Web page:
A legendary 'Wicked Lady'
By Llinos Thomas
Flamstead is a small community with a long history. Settled since Roman times it was granted to one of William the Conqueror’s standard bearers, Roger de Todeny (or Tony) for services rendered at the Battle of Hastings. The de Tony family were Lords of the Manor for 250 years and in 1298 Roger de Tony was granted a weekly market and a fair held around the Feast of St Leonard, the name of the ParishChurch. The Church has been a site of worship since Saxon times and the Tower dates from 1140 while medieval wall paintings have survived inside.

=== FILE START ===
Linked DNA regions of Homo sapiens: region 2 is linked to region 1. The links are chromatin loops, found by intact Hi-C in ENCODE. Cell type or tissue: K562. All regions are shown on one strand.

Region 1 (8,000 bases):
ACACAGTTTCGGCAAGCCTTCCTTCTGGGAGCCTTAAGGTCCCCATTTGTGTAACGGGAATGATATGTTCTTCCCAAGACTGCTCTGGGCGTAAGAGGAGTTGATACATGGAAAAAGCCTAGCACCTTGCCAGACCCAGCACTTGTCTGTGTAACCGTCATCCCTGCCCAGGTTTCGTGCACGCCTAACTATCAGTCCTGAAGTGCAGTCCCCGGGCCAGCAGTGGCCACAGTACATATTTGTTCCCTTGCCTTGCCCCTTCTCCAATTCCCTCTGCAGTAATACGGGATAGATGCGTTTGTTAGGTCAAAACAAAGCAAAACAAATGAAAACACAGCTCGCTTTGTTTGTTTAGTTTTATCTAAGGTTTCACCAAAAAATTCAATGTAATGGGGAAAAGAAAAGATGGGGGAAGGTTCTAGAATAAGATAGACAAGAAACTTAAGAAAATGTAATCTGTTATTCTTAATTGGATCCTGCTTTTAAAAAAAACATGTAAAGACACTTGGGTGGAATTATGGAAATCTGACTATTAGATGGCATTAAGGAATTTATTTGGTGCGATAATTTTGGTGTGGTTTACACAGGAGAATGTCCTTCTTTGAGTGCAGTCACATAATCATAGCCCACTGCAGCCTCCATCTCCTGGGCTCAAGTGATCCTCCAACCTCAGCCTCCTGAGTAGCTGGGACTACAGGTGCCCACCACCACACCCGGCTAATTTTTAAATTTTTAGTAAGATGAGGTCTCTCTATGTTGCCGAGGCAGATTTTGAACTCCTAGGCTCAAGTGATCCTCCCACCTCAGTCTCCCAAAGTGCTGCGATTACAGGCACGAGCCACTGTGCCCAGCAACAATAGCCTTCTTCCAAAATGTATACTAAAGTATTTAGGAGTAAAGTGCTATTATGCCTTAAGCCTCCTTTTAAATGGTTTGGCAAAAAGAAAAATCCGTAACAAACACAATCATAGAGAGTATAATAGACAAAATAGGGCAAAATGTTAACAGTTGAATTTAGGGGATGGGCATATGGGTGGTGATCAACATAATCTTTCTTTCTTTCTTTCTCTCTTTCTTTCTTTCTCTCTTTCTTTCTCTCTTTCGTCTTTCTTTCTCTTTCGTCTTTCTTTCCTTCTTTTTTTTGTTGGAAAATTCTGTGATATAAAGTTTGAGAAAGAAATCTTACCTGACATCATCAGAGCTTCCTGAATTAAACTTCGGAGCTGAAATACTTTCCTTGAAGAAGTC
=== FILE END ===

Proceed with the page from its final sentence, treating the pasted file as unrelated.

An earlier Roger de Tony founded a Priory of 13 nuns dedicated to St Giles at a place called Woodchurch; after the dissolution of the monasteries the priory lands became the manor of St Giles in the Wood later known as Beechwood.
In the 17th century the manor of Flamstead was inherited by Katherine Ferrers who was married to Thomas Fanshawe, later 2nd Vicount Fanshawe of Dromore, at an early age. Katherine may have been the legendary ‘Wicked Lady’ who, dressed as a highwayman, preyed upon travellers along Watling Street and who died of gunshot wounds after a failed robbery on Nomansland Common near Wheathampstead.